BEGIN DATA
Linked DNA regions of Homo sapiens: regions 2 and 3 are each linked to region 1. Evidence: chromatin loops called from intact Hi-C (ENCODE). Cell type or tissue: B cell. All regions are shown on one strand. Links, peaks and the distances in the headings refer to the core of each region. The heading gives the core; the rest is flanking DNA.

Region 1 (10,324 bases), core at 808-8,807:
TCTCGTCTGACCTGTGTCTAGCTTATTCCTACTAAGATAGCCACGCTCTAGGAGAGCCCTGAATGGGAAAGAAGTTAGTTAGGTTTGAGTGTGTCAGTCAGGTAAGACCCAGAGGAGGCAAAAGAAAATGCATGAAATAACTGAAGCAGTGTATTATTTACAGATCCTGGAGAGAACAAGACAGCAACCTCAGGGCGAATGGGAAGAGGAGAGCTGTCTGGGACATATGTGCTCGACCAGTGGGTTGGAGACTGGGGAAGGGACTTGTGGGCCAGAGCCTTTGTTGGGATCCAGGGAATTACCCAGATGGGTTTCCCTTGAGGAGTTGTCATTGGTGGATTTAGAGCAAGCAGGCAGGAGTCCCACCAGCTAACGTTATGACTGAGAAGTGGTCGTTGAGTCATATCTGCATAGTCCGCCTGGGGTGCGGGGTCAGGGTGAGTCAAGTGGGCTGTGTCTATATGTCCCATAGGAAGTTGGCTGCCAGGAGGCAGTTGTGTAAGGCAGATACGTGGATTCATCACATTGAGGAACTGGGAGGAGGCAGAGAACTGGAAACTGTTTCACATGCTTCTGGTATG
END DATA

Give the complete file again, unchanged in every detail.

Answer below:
Linked DNA regions of Homo sapiens: regions 2 and 3 are each linked to region 1. Evidence: chromatin loops called from intact Hi-C (ENCODE). Cell type or tissue: B cell. All regions are shown on one strand. Links, peaks and the distances in the headings refer to the core of each region. The heading gives the core; the rest is flanking DNA.

Region 1 (10,324 bases), core at 808-8,807:
TCTCGTCTGACCTGTGTCTAGCTTATTCCTACTAAGATAGCCACGCTCTAGGAGAGCCCTGAATGGGAAAGAAGTTAGTTAGGTTTGAGTGTGTCAGTCAGGTAAGACCCAGAGGAGGCAAAAGAAAATGCATGAAATAACTGAAGCAGTGTATTATTTACAGATCCTGGAGAGAACAAGACAGCAACCTCAGGGCGAATGGGAAGAGGAGAGCTGTCTGGGACATATGTGCTCGACCAGTGGGTTGGAGACTGGGGAAGGGACTTGTGGGCCAGAGCCTTTGTTGGGATCCAGGGAATTACCCAGATGGGTTTCCCTTGAGGAGTTGTCATTGGTGGATTTAGAGCAAGCAGGCAGGAGTCCCACCAGCTAACGTTATGACTGAGAAGTGGTCGTTGAGTCATATCTGCATAGTCCGCCTGGGGTGCGGGGTCAGGGTGAGTCAAGTGGGCTGTGTCTATATGTCCCATAGGAAGTTGGCTGCCAGGAGGCAGTTGTGTAAGGCAGATACGTGGATTCATCACATTGAGGAACTGGGAGGAGGCAGAGAACTGGAAACTGTTTCACATGCTTCTGGTATG